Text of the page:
JERUSALEM—Nearly two weeks into its cease-fire in Lebanon, Israel is bent on thwarting any efforts to resupply Hezbollah with weapons while pressing the international community to create a U.N. force strong enough to weaken its Shiite Muslim foe even more in southern Lebanon.
To accomplish that, Israel has left thousands of troops in Lebanon and shown a willingness to engage in strategic military raids against Hezbollah.
"The main problem is resupply, the prospect that once again you will see the Syrian long-range, the medium-range, rocket launchers . . . the ones that really did the carnage in Haifa," said Eran Lerman, a retired Israeli army military-intelligence colonel who now runs the Jerusalem office of the American Jewish Committee.
Once a U.N. force is assembled, Lerman predicted that Israel will press for international inspections of Syrian cargo bound for Lebanon, something Syrian President Bashar Assad has said he'd resent. On Thursday, the Lebanese Cabinet agreed in Beirut that the Lebanese army will patrol the border, perhaps with technical assistance from Germany.
But Israeli officials, who see Syria as the primary conduit for Hezbollah weapons, think the weak Lebanese army is powerless to police the Syrian-Lebanese border and stop any weapons smuggling.
Even in Lebanon, few expect the Lebanese army to take a tough line with Hezbollah. "I don't see the Lebanese army playing the role of stern and strict policeman," said Amal Saad-Ghorayeb, a leading Lebanese expert on Hezbollah. She predicted that the border is "going to remain somewhat porous."
"You cannot seal off an entire border. Arms will continue to be funneled through," she said.
To counter Hezbollah, Israel's army announced last week that it will use military force "until proper monitoring bodies are established on Lebanese borders" to help neutralize the militant Islamist group.
Over the weekend, Israel dispatched a 100-strong commando unit 60 miles north of its border into Lebanon's Bekaa Valley in a raid that it said was meant to disrupt arms smuggling. The military landed helicopters and jeeps in the Bekaa, reportedly took two prisoners and lost a senior commando, a lieutenant colonel, in a gun battle.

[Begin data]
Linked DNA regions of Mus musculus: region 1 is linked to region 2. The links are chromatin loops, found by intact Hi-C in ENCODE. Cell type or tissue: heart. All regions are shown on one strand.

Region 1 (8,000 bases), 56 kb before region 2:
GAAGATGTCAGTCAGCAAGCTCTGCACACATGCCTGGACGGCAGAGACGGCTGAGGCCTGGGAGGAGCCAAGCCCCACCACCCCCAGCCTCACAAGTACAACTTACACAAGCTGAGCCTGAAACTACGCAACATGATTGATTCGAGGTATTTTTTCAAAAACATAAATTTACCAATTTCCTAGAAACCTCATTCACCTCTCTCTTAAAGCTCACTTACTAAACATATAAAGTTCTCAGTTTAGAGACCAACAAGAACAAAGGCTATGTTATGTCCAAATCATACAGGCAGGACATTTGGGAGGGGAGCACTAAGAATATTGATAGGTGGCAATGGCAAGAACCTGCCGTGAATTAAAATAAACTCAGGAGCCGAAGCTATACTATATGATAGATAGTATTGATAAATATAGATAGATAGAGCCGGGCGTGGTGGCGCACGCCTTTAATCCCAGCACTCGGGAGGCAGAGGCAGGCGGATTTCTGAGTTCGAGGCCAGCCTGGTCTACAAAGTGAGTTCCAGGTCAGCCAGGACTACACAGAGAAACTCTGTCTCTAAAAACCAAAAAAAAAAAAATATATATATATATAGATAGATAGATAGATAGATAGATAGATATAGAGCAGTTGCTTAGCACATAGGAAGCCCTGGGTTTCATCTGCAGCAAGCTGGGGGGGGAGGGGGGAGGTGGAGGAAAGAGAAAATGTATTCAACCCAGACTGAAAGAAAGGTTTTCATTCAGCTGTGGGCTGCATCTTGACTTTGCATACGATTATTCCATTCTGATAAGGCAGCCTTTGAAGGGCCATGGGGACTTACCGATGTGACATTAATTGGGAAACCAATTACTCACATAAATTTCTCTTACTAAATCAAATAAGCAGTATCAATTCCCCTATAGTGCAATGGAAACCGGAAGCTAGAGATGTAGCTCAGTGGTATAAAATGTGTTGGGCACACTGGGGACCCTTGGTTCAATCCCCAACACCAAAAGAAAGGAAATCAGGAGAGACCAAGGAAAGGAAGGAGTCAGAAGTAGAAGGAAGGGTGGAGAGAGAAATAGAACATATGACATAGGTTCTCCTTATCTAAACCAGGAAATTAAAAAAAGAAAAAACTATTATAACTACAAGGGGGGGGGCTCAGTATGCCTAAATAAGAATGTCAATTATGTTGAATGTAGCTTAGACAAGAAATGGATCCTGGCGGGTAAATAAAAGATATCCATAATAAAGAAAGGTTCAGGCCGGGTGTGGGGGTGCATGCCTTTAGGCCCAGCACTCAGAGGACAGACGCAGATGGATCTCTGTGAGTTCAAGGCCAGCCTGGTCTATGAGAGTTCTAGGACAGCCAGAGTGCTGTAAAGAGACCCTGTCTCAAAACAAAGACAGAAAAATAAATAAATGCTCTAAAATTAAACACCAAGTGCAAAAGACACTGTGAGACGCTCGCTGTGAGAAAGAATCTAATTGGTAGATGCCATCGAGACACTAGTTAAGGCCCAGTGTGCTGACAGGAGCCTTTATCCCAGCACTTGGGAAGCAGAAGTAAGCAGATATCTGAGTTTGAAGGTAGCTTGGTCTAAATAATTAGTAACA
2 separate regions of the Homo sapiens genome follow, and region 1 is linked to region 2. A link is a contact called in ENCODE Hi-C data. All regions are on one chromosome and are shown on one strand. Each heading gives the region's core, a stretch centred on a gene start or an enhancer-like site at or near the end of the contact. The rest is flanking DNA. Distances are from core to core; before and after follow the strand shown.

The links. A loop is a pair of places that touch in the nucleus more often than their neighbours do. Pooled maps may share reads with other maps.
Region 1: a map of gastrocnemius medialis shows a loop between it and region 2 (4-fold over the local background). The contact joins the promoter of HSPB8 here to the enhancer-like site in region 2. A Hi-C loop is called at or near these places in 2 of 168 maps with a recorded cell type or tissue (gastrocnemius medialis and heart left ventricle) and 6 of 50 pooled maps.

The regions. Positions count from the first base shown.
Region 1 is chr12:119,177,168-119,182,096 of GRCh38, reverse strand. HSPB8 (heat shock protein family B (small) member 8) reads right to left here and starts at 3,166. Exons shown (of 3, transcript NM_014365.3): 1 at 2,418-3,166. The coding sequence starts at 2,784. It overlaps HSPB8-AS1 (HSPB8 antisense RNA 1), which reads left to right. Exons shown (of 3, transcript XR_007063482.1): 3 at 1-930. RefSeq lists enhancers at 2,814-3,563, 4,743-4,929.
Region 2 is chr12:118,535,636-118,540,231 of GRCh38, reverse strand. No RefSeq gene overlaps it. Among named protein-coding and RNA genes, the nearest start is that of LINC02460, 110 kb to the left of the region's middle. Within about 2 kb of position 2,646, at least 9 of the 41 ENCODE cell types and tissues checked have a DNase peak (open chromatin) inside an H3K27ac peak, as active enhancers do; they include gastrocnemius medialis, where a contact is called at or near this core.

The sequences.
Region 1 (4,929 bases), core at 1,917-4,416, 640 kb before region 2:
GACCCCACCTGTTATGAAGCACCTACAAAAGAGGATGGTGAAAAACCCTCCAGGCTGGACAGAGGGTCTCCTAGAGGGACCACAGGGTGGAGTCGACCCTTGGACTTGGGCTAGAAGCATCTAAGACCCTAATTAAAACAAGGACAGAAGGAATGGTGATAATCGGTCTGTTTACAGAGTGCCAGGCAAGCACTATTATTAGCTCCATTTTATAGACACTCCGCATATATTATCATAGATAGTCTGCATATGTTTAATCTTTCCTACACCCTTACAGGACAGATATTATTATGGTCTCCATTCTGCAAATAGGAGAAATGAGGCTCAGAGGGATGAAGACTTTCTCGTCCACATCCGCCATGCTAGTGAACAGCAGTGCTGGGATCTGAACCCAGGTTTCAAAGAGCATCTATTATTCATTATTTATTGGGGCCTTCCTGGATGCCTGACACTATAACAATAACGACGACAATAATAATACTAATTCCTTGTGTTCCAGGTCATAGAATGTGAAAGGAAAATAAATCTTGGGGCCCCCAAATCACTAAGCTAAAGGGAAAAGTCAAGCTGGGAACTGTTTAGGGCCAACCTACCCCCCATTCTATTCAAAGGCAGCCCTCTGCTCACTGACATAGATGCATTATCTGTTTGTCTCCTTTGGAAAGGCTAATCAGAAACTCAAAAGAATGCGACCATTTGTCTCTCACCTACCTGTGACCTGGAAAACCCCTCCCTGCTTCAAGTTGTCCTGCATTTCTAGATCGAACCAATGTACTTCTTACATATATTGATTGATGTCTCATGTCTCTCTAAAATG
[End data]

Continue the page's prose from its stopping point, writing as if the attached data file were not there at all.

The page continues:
Mark Heller, an analyst at Tel Aviv University's Jaffee Center for Strategic Studies, said Israel's postwar Hezbollah strategy was still evolving into "something kind of general and banal like containment." He suggested that the weekend raid also might have been an effort to find two Israeli soldiers whom Hezbollah kidnapped July 12, sparking the conflict.
While Israel struggles with how to make certain that Hezbollah isn't resupplied, the cease-fire also has given the country time to grapple with national anguish over its performance in the campaign.
Reservists and the families of some of the 119 Israeli soldiers who died in the monthlong conflict are demanding that an independent commission examine everything from civil preparedness to war planning to supply shortages that bedeviled the ground combat.
Israel halted its ground offensives after a month without accomplishing what Prime Minister Ehud Olmert had said were its goals: recovering the missing soldiers and disarming Hezbollah.
Friday, an Israeli poll gave Olmert and Defense Minister Amir Peretz miserable report cards. Only 26 percent said Olmert deserved a good rating for his wartime performance, compared with 74 percent who said "not good." Moreover, 63 percent of Israelis surveyed said Olmert should resign.
The poll of 499 adults was carried out for the Yediot Ahronot newspaper by the Mina Zemah/Dahaf polling firm. It had a margin of error of 4.5 percentage points.
The survey was published as protesters marched to the Jerusalem grave of former Prime Minister Golda Meir, who herself had to step down amid a public upheaval over intelligence and preparedness training after the Egyptians' surprise attack of the 1973 Yom Kippur War, which cost Israel 2,688 lives.
Friday's poll showed no clear successor emerging for Olmert, 60, a former mayor of Jerusalem who took over when former Prime Minister Ariel Sharon had a catastrophic stroke last January.
Leading the pack was former Prime Minister Benjamin Netanyahu, 55, the opposition leader, with 22 percent support; next was Avigdor Lieberman, 48, a 1979 emigre from the Soviet Union from the right-wing Israel Beitenu party, with 18 percent; and perennial almost-ran Shimon Peres, 83, of the Labor party, who got 12 percent.
(McClatchy Newspapers correspondent Leila Fadel contributed to this article from Beirut, Lebanon.)
(c) 2006, McClatchy-Tribune Information Services.
Need to map